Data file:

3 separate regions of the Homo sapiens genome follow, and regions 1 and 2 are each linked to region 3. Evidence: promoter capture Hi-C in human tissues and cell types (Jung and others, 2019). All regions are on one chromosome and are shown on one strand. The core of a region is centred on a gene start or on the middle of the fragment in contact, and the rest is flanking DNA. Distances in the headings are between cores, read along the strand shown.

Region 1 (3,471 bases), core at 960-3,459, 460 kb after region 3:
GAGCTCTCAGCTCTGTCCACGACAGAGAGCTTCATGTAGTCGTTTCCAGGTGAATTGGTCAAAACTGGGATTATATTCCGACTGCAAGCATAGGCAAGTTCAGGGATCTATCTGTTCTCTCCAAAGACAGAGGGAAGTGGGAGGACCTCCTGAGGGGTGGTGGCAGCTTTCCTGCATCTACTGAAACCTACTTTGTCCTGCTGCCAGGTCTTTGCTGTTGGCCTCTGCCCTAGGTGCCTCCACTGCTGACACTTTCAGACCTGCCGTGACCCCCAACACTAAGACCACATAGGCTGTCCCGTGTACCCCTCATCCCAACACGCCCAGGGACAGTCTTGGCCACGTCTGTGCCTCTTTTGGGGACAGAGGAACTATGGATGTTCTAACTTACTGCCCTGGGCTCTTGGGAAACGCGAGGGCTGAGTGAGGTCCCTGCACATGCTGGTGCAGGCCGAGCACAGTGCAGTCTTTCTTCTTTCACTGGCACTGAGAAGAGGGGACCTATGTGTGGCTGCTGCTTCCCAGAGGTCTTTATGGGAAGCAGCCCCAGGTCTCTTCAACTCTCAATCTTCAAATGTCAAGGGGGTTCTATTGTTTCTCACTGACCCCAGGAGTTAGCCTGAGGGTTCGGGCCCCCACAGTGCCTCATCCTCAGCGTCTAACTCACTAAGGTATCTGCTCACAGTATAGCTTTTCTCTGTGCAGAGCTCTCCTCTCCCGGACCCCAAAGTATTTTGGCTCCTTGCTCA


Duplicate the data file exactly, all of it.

3 separate regions of the Homo sapiens genome follow, and regions 1 and 2 are each linked to region 3. Evidence: promoter capture Hi-C in human tissues and cell types (Jung and others, 2019). All regions are on one chromosome and are shown on one strand. The core of a region is centred on a gene start or on the middle of the fragment in contact, and the rest is flanking DNA. Distances in the headings are between cores, read along the strand shown.

Region 1 (3,471 bases), core at 960-3,459, 460 kb after region 3:
GAGCTCTCAGCTCTGTCCACGACAGAGAGCTTCATGTAGTCGTTTCCAGGTGAATTGGTCAAAACTGGGATTATATTCCGACTGCAAGCATAGGCAAGTTCAGGGATCTATCTGTTCTCTCCAAAGACAGAGGGAAGTGGGAGGACCTCCTGAGGGGTGGTGGCAGCTTTCCTGCATCTACTGAAACCTACTTTGTCCTGCTGCCAGGTCTTTGCTGTTGGCCTCTGCCCTAGGTGCCTCCACTGCTGACACTTTCAGACCTGCCGTGACCCCCAACACTAAGACCACATAGGCTGTCCCGTGTACCCCTCATCCCAACACGCCCAGGGACAGTCTTGGCCACGTCTGTGCCTCTTTTGGGGACAGAGGAACTATGGATGTTCTAACTTACTGCCCTGGGCTCTTGGGAAACGCGAGGGCTGAGTGAGGTCCCTGCACATGCTGGTGCAGGCCGAGCACAGTGCAGTCTTTCTTCTTTCACTGGCACTGAGAAGAGGGGACCTATGTGTGGCTGCTGCTTCCCAGAGGTCTTTATGGGAAGCAGCCCCAGGTCTCTTCAACTCTCAATCTTCAAATGTCAAGGGGGTTCTATTGTTTCTCACTGACCCCAGGAGTTAGCCTGAGGGTTCGGGCCCCCACAGTGCCTCATCCTCAGCGTCTAACTCACTAAGGTATCTGCTCACAGTATAGCTTTTCTCTGTGCAGAGCTCTCCTCTCCCGGACCCCAAAGTATTTTGGCTCCTTGCTCA